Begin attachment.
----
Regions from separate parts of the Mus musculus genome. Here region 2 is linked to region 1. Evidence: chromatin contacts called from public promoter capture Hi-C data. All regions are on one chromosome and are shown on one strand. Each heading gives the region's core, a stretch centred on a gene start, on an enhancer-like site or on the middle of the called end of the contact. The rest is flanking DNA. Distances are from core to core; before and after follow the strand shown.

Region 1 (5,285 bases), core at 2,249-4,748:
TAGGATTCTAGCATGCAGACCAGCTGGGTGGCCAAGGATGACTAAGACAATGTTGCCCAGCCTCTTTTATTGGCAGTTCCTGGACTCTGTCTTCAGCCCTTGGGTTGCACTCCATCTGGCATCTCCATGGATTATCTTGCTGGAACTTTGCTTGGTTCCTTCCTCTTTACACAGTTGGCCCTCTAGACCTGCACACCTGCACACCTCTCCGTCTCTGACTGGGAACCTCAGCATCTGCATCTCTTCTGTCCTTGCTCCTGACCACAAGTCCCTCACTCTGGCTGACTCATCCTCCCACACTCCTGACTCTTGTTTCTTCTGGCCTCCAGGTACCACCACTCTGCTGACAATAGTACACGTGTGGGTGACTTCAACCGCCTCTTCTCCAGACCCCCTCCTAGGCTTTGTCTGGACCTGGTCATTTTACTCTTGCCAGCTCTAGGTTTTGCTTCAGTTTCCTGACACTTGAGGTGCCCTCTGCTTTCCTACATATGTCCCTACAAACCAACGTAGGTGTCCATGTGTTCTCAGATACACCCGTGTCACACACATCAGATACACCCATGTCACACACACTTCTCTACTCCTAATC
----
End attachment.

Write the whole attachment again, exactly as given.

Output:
Regions from separate parts of the Mus musculus genome. Here region 2 is linked to region 1. Evidence: chromatin contacts called from public promoter capture Hi-C data. All regions are on one chromosome and are shown on one strand. Each heading gives the region's core, a stretch centred on a gene start, on an enhancer-like site or on the middle of the called end of the contact. The rest is flanking DNA. Distances are from core to core; before and after follow the strand shown.

Region 1 (5,285 bases), core at 2,249-4,748:
TAGGATTCTAGCATGCAGACCAGCTGGGTGGCCAAGGATGACTAAGACAATGTTGCCCAGCCTCTTTTATTGGCAGTTCCTGGACTCTGTCTTCAGCCCTTGGGTTGCACTCCATCTGGCATCTCCATGGATTATCTTGCTGGAACTTTGCTTGGTTCCTTCCTCTTTACACAGTTGGCCCTCTAGACCTGCACACCTGCACACCTCTCCGTCTCTGACTGGGAACCTCAGCATCTGCATCTCTTCTGTCCTTGCTCCTGACCACAAGTCCCTCACTCTGGCTGACTCATCCTCCCACACTCCTGACTCTTGTTTCTTCTGGCCTCCAGGTACCACCACTCTGCTGACAATAGTACACGTGTGGGTGACTTCAACCGCCTCTTCTCCAGACCCCCTCCTAGGCTTTGTCTGGACCTGGTCATTTTACTCTTGCCAGCTCTAGGTTTTGCTTCAGTTTCCTGACACTTGAGGTGCCCTCTGCTTTCCTACATATGTCCCTACAAACCAACGTAGGTGTCCATGTGTTCTCAGATACACCCGTGTCACACACATCAGATACACCCATGTCACACACACTTCTCTACTCCTAATC